The Ethics of Capital Punishment

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Americans have argued over the death penalty since the early days of our country. In the United States only 38 states have capital punishment statutes. As of year ended in 1999, in Texas, the state had executed 496 prisoners since 1930. The laws in the United States have change drastically in regards to capital punishment. An example of this would be the years from 1968 to 1977 due to the nearly 10 year moratorium. During those years, the Supreme Court ruled that capital punishment violated the Eight Amendment’s ban on cruel and unusual punishment. However, this ended in 1976, when the Supreme Court reversed the ruling. They stated that the punishment of sentencing one to death does not perpetually infringe the Constitution. Richard Nixon said, “Contrary to the views of some social theorists, I am convinced that the death penalty can be an effective deterrent against specific crimes.”1 Whether the case be morally, monetarily, or just pure disagreement, citizens have argued the benefits of capital punishment. While we may all want murders off the street, the problem we come to face is that is capital punishment being used for vengeance or as a deterrent.

Capital punishment has been used worldwide, not only the governments to instill fear, but to show that there are repercussions to ones actions. From the time we are born forward, we are taught to learn the difference between right and wrong. It is ingrained in our brains, what happens to people that do bad things. Capital punishment is renowned for being the worst thing that could be brought amongst ones life. It takes away our right to live! This is the strongest impulse that human beings have. So how are we legally able to take this born right away from another? The only justifi...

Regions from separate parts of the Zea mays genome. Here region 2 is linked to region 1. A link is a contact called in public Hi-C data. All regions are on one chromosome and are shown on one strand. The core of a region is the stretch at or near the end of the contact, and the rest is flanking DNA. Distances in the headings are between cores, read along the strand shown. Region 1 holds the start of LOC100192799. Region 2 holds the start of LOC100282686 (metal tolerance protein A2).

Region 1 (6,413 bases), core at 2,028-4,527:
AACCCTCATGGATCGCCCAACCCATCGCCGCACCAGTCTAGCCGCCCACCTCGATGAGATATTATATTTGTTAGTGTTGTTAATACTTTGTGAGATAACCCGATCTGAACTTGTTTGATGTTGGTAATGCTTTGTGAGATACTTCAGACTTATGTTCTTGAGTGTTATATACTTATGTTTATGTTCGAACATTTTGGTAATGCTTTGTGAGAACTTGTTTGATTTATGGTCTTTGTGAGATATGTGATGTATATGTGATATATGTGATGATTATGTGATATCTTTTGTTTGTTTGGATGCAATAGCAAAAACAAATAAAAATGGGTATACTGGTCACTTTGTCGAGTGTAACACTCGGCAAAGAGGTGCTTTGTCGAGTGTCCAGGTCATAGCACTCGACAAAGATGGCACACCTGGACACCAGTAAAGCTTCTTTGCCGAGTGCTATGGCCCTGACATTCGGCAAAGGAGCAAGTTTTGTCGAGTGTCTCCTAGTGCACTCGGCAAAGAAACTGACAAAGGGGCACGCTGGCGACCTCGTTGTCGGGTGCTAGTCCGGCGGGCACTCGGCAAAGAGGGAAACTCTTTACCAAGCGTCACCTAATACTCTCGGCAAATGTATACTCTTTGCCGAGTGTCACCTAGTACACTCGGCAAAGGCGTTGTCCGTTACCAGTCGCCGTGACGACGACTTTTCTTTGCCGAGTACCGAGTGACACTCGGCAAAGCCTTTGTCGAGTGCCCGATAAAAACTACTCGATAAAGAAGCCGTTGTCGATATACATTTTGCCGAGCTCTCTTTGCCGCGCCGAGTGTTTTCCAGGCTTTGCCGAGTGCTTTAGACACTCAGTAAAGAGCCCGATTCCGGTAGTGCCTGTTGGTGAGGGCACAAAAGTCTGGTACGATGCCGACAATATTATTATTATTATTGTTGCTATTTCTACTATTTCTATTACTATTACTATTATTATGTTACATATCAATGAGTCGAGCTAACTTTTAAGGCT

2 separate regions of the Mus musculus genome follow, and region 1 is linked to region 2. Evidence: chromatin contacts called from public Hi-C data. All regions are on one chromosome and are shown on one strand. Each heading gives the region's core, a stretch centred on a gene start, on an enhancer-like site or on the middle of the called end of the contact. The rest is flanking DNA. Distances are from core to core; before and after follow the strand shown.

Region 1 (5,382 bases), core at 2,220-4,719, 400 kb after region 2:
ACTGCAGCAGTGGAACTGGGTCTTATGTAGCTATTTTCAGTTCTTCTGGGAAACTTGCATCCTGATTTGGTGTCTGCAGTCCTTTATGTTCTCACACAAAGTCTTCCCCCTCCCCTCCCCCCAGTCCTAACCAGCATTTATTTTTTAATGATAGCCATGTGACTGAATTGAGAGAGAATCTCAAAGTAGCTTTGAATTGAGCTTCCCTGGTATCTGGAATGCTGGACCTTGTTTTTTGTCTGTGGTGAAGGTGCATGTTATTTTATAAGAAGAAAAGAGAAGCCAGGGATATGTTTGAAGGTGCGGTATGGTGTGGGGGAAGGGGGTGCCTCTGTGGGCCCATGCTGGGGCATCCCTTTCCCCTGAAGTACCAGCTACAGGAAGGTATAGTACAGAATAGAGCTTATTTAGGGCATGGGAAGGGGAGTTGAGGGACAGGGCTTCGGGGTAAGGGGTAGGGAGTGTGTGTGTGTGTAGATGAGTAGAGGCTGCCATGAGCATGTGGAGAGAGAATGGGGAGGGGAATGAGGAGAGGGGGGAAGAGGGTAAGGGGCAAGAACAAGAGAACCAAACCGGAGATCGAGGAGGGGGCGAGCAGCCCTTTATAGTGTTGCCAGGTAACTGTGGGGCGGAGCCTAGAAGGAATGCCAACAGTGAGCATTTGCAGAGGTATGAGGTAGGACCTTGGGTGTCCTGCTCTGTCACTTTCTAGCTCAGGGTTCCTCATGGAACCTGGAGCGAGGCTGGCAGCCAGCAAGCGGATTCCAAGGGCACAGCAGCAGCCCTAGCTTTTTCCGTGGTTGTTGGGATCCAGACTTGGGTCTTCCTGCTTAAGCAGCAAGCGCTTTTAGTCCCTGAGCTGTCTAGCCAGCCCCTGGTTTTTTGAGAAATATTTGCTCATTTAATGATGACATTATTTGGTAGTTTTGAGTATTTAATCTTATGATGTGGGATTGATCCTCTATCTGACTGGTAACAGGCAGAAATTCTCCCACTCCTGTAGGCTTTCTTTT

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...s of society thus inhibiting us from committing more crimes. John Lamperti said, “If executions protected innocent lives through deterrence, which would weigh in the balance against capital punishment's heavy social costs. But despite years of trying, this benefit has not been shown to exist; the only proven effects of capital punishment are its liabilities.”9

In the final analysis we see that it is hard to prove either side. For both arguments can become faulty by debate. Murder no matter how it is done is wrong, how we go about prosecuting those who act against our fellow kind is in the hands of our legal system. However, I do not want them on the streets where the people I love are, nor do I believe that a murderer can change. A person who is capable of killing another human being without cause will never fit into society and thus should not be a part of it.

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